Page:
Too Cautious or Not Cautious Enough: Thoughts on the Need for Dissociation Training for EMDR Therapists

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Since dissociation is the essence of trauma, it’s not possible to treat trauma without understanding dissociation. As EMDR therapists, we need to understand it. In my view, there are two opposite issues with EMDR therapists and dissociation, and therefore with how to approach education about it.

Some of us find dissociation intimidating and see it as too risky to work with, to the point of being spooked when it emerges in training practicums or in a session. Some of us refer out immediately when we see it. I’m calling this the Too Cautious group, sending clients to another clinician at the first indication of dissociative process, and thus missing an opportunity to help people with all that we know about the Adaptive Information Processing model and EMDR.

While some may be too cautious with dissociation, others know too little about it and so are not cautious enough. This group is not always aware of the potential risks that come with inadequate history taking and preparation. I’m calling this group the Not Cautious Enough group. While I realize there are different views on this subject, my belief is that premature, unprepared processing of memories can result in destabilization and put a client in serious jeopardy resulting in the need for significant therapeutic repair.

Both the Too Cautious group and the Not Cautious Enough group–all of us–need more information about working with persons with dissociative symptoms. What’s needed is training that normalizes and demystifies the subject, while at the same time informing us about ways to recognize and effectively work with it, using Adaptive Information Processing principles and EMDR Therapy Standard Protocol modifications.

Dissociation training should include direction in learning about our own dissociative tendencies and ego states. Reflecting and learning about ourselves in this way can help to make this important subject less “other.” In this way, we can approach learning about dissociation with much less fear. It is after all, something our brains were built to do. One problem is the question of what exactly is dissociation.

One group of authors in treating complex trauma, describes dissociation as “a continuum of non-realization: not real, not true, not mine, not me.” Kathy Steele identifies four ways dissociation is defined in the literature.

  • Alterations in awareness and consciousness (attentional problems): spaciness, absorption, rumination, detachment
  • Physiological shutdown: dorsal vagal response
  • Depersonalization/derealization: alterations in experience of time, one’s person, and place, common in many diagnoses and in times of stress, fatigue, or illness
  • Dissociation of self and personality: ego states, self states resulting in dissociative disorders

Steele points out that alterations in awareness and consciousness are treated with mindfulness; shutting down is treated with physical reactivation; and depersonalization (the most challenging) can be treated with mindfulness. Dissociation of self is treated with mindfulness, reactivation, and system, or “parts,” work.

So, I’m proposing that, as EMDR therapists, we find ourselves sometimes too put off by dissociation and think we cannot work with clients who dissociate. Or, in the opposite direction, a lack of caution with dissociative clients can lead to significant risk, since memory work might be done without proper preparation and stabilization.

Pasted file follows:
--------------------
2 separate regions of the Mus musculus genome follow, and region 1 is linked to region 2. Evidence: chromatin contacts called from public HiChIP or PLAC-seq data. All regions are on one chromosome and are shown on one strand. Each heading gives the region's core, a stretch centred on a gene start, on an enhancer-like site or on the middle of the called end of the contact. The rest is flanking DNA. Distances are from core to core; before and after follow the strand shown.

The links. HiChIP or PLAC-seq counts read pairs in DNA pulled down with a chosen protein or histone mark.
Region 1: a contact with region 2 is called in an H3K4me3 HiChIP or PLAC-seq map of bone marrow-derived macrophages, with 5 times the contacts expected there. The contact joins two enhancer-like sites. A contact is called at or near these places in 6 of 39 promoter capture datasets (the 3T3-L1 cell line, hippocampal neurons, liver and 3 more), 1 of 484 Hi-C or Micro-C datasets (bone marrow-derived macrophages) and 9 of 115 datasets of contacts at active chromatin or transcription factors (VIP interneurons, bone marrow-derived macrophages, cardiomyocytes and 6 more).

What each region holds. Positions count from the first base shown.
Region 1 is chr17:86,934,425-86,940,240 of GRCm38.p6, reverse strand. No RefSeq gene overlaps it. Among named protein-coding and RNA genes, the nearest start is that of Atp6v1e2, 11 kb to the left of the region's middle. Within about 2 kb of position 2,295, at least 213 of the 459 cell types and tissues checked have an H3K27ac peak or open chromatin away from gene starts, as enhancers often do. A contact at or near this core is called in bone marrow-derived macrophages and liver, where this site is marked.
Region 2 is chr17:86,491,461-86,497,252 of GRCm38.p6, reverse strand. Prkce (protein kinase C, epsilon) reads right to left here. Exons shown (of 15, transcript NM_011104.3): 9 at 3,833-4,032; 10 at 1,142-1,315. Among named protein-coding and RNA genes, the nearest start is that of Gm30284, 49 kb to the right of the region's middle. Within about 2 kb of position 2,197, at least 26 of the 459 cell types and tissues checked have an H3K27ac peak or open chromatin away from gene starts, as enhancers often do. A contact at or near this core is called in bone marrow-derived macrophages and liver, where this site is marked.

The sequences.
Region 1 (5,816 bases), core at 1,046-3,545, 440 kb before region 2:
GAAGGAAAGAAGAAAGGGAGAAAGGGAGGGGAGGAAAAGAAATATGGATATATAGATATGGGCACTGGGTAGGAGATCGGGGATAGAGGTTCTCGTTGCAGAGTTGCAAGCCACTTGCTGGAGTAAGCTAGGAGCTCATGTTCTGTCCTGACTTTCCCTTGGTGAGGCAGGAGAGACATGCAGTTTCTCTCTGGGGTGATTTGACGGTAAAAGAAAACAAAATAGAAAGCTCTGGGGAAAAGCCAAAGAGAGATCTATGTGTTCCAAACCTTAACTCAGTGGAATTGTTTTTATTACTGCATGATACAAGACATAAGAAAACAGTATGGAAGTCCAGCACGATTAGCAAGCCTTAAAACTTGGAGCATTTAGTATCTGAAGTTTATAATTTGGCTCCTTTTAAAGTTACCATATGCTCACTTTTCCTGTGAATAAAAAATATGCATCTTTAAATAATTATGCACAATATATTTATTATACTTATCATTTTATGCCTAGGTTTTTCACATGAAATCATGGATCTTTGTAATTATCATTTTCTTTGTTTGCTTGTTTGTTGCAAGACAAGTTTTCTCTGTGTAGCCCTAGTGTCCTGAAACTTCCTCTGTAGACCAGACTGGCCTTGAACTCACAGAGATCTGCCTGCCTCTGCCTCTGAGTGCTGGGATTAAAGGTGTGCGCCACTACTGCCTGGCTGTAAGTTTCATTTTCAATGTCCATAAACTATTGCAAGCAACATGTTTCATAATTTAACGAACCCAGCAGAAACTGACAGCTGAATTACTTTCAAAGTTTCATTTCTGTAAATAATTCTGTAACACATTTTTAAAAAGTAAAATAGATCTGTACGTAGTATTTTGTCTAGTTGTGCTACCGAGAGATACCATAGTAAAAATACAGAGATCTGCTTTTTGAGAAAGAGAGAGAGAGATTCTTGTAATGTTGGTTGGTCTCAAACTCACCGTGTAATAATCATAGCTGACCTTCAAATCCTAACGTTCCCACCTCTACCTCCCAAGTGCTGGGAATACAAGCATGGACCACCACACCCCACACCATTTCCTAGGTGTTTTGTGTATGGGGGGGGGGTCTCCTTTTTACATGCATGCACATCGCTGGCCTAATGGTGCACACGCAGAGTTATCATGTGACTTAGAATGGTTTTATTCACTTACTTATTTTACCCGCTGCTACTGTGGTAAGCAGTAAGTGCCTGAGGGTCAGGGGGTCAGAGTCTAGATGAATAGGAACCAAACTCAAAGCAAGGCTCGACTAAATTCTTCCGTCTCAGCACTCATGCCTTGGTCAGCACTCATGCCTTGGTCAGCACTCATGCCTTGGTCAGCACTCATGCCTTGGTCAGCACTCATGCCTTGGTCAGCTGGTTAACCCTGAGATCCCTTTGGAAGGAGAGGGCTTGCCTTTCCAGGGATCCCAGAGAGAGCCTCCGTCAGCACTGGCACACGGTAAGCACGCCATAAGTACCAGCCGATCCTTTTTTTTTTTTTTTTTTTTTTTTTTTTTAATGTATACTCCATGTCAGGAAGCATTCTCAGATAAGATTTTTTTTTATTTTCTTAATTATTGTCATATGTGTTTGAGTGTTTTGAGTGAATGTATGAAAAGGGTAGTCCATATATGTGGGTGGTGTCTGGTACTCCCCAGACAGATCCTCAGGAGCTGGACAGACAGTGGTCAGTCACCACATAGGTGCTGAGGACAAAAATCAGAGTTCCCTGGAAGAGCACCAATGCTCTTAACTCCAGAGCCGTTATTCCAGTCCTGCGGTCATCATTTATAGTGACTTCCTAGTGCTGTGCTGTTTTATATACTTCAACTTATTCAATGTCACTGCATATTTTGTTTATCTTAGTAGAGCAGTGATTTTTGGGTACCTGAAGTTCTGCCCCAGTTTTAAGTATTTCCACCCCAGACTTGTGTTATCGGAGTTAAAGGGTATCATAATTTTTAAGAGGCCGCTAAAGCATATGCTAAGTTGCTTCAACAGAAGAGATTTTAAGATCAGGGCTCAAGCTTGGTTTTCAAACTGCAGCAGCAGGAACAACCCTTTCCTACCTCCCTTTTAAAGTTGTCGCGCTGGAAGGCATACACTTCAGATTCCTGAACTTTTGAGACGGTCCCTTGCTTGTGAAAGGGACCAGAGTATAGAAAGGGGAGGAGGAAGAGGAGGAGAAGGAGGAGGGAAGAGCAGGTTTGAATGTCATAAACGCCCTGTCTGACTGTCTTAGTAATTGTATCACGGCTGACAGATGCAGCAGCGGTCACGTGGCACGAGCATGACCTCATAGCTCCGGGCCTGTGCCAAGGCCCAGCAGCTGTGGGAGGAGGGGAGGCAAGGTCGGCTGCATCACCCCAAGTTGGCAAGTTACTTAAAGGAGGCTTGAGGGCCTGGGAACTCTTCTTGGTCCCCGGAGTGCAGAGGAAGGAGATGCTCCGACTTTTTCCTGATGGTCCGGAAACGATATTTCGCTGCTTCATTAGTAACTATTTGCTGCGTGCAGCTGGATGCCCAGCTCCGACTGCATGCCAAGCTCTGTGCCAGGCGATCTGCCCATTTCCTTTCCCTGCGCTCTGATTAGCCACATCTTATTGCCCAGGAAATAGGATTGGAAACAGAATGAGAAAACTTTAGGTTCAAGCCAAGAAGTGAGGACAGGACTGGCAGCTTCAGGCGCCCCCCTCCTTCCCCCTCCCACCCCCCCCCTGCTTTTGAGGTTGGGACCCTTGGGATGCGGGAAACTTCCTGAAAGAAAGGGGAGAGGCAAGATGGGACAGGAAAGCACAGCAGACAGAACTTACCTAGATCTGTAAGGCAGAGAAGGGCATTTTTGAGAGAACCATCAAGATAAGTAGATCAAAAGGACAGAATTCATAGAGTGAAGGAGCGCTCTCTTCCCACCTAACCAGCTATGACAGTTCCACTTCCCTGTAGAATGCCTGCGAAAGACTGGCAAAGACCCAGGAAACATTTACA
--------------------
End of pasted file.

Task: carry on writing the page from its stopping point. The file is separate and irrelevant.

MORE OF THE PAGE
Training about dissociation is needed for both groups of us–and everyone in between. The question is how to deliver training in a way that normalizes dissociation as something we all do, and in a way that empowers clinicians to feel we are competent in assessing and treating more serious dissociation and its many attendant issues. With proper preparation and modifications, EMDR Therapy and the Adaptive Information Processing model are powerful tools for helping persons with dissociative symptoms to heal and lead healthy lives. With adequate attention paid to preparation techniques and Standard Protocol modifications, we as EMDR therapists can more effectively treat clients with complex trauma backgrounds and dissociative symptoms.

Gonzalez, Anabel and Dolores, Mosquera, EMDR and Dissociation: The Progressive Approach, First Edition (Revised), 2012.

Knipe, Jim, EMDR Toolbox: Theory and Treatment of Complex PTSD and Dissociation, Second Edition, 2019.

“Dissociation: Sharing From a Personal Place, An Interview with Jamie Marich,” in Go With That, EMDRIA Magazine, June, 2019, pp. 5-6.

Jamie Marich, “Session 424: Demystifying and Humanizing Dissociation in EMDR Therapy Practice” EMDRIA Conference, 2019.

Kathy Steele, Suzette Boon, Onno Van der Hart, Treating Trauma-Related Dissociation: a Practical, Integrative Approach. W.W. Norton & Company, 2017, p. 4.[1]Kathy Steele, “Advanced Issues: Chronic Shame, Resistance, and Traumatic Memory,” Presentation at EMDRIA Kansas City Regional Network, March 1-2, 2019, Kansas City.

Kathy Steele, Webinar on Dissociation, May 25, 2019.

Mosquera, Dolores, Working with Voices and Dissociative Parts Disorders, Institute for the Treatment of Trauma and Personality Disorders, 2019.

“EMDR Adult, Complex Trauma & Dissociation Specialist Intensive Program
An Integrative Progressive Approach to Developmental Trauma: Working with Complex PTSD and Dissociative Disorders,” Dolores Mosquera and Kathy Steele, Agate Institute, Phoenix, July, 2019.

One Response

  1. Can you tell me what EMDR experts in Seattle have been trained in Dissociative Disorder? I’m having difficulty in finding experts in identifying Dissociative Disorders. EMDR looks like a viable technique but I’m having difficulty finding an expert in Seattle who works in this area.

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